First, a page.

What should I know before taking oral antihistamines?

Donna Hill Howes, RN
Family Practitioner

If you have seizures, an enlarged prostate (BPH), bladder neck obstruction, cardiovascular disease, chronic obstructive pulmonary disease (COPD), angle-closure glaucoma, high blood pressure, or hyperthyroidism, an oral antihistamine may not be a good option for you.

Oral antihistamines may not be a good option for women who are pregnant, may be pregnant, or are planning pregnancy. It is not known if they are safe for pregnant women.

You should not take oral antihistamines if you are breastfeeding.

If you take fexofenadine, you should avoid apple, grapefruit, and orange juice. 

This answer was adapted from Sharecare's award-winning AskMD app. Start a consultation now to find out what's causing your symptoms, learn how to manage a condition, or find a doctor.

Before taking oral antihistamines you should know that generally the second generation second generation antihistamines such as loratidine (Claritin), cetirizine (Zyrtec) and fexofenadine (Allegra) are safe as long as they are taken at the recommended doses. You should avoid those that are combined with decongestants such as pseudoephedrine if you have a history of high blood pressure, heart disease, glaucoma, or insomnia. You should also stop taking decongestants if you experience side effects such as increased blood pressure, heart rate, tremors, or dizziness. If your allergy symptoms are more persistent and bothersome, you should consider using a daily steroid nasal spray as this is considered first line treatment for patients whose allergies are affecting their quality of life.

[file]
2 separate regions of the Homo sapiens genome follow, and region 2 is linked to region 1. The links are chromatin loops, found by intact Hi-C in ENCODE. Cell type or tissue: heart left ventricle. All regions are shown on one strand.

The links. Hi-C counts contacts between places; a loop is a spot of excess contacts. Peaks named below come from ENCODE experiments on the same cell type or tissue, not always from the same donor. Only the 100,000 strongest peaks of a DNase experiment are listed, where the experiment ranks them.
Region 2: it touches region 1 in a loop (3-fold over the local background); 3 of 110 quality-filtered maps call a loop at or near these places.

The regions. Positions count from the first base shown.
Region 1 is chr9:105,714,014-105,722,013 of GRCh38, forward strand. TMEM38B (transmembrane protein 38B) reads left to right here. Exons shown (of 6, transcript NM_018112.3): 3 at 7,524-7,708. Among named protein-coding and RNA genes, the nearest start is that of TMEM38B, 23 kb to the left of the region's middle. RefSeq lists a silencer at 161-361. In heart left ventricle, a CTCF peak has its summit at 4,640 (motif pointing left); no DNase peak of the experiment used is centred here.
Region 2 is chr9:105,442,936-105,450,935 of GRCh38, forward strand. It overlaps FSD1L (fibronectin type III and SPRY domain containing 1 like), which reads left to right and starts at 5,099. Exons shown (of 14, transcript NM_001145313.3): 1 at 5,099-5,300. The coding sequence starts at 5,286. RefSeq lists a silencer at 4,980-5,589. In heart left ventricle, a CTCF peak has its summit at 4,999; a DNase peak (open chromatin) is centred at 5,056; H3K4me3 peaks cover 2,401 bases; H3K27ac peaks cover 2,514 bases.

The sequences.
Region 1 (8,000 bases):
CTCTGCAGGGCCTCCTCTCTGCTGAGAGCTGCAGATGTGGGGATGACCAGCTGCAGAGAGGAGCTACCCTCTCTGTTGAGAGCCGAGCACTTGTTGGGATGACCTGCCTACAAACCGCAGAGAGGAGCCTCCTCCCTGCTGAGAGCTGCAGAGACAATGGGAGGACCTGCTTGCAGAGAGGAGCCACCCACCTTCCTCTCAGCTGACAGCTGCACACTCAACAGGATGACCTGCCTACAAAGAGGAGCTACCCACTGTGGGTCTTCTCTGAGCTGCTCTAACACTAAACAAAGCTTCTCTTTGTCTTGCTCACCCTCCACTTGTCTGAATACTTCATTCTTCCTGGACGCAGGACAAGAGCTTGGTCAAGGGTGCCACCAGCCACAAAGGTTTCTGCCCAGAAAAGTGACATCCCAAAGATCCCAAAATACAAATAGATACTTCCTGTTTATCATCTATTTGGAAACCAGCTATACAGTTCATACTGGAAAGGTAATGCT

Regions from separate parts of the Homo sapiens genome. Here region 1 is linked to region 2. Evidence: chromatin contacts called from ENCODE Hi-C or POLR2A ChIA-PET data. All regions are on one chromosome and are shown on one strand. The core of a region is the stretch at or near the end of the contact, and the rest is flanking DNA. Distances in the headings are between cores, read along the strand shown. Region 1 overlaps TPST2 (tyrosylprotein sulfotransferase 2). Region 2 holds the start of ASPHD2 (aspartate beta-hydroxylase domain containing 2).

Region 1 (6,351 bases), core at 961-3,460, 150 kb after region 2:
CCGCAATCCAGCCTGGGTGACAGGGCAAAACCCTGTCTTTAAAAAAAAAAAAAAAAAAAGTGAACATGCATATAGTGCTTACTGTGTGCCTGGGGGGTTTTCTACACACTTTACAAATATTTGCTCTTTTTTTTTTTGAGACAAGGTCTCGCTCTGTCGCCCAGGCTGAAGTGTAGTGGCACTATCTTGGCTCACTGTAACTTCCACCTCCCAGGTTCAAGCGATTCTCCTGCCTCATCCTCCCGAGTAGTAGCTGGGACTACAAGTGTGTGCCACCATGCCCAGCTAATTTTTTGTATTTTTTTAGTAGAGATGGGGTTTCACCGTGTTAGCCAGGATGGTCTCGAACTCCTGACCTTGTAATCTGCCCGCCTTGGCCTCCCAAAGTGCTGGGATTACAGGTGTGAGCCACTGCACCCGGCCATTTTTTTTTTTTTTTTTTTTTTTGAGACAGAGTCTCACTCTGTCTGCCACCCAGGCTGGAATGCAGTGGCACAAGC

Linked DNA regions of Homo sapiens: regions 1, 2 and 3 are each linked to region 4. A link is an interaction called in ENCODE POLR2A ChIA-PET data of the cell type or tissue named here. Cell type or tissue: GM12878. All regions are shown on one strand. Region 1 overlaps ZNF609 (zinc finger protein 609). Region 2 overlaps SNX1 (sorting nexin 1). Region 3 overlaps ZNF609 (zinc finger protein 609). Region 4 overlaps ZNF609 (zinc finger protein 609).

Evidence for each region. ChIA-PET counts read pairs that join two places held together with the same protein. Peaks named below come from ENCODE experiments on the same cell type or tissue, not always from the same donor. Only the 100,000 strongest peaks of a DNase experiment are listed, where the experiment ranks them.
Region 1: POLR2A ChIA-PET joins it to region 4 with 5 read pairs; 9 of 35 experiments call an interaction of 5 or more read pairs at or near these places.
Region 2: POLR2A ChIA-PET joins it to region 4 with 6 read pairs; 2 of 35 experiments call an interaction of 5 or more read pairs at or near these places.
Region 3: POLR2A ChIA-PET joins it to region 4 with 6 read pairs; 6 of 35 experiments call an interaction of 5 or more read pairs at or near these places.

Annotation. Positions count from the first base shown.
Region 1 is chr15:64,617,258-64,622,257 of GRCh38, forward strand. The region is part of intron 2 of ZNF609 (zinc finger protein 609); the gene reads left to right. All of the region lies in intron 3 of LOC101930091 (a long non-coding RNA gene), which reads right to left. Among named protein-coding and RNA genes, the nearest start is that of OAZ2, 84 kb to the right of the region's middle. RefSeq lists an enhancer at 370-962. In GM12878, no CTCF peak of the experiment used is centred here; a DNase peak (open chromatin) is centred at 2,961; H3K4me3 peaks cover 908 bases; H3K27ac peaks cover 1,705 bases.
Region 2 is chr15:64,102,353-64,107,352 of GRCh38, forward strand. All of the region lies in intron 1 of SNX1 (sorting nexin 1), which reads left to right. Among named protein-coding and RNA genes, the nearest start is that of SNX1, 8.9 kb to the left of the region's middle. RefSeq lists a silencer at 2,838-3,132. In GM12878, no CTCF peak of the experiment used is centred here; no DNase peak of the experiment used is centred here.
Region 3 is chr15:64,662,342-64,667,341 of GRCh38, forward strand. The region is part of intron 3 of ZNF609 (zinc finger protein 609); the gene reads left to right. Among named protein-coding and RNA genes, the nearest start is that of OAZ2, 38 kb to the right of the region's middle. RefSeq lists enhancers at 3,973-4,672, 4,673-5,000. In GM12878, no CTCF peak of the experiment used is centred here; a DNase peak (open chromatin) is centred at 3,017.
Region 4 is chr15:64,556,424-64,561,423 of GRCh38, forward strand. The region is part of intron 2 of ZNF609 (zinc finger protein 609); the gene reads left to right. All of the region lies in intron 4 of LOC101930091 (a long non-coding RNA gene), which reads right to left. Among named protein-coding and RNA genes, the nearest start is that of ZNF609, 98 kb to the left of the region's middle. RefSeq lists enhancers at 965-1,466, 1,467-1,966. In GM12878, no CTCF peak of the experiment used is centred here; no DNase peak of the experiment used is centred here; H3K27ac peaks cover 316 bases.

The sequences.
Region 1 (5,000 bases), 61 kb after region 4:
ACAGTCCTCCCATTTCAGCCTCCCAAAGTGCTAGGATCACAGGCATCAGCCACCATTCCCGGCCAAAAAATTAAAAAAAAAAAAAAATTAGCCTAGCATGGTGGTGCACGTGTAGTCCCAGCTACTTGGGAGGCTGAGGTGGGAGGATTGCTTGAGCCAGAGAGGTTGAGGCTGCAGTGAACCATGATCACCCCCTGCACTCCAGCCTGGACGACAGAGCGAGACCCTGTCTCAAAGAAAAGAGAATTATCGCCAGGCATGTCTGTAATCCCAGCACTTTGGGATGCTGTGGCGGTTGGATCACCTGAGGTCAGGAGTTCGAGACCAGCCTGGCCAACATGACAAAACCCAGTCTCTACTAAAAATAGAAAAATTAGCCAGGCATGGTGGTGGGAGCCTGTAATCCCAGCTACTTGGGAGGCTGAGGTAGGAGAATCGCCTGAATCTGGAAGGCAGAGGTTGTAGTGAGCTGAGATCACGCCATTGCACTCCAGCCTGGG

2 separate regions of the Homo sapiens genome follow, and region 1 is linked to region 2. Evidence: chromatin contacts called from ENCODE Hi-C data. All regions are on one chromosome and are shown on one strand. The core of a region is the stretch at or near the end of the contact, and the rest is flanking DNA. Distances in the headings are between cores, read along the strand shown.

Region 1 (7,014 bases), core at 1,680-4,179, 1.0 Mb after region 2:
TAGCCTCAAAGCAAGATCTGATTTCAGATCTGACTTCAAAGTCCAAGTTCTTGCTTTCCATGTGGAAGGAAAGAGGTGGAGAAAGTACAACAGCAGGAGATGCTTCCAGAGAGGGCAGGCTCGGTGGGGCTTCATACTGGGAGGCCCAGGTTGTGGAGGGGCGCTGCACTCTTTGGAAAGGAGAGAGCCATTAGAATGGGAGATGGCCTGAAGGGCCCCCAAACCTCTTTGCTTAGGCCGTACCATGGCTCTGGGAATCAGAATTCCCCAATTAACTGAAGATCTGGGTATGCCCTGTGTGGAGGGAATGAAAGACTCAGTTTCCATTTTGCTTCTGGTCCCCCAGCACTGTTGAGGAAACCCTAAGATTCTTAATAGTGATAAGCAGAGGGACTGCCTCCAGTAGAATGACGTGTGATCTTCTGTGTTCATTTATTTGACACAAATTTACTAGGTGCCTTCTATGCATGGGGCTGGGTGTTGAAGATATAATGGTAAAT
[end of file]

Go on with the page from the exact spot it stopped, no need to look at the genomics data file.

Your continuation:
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Important: This content reflects information from various individuals and organizations and may offer alternative or opposing points of view. It should not be used for medical advice, diagnosis or treatment. As always, you should consult with your healthcare provider about your specific health needs.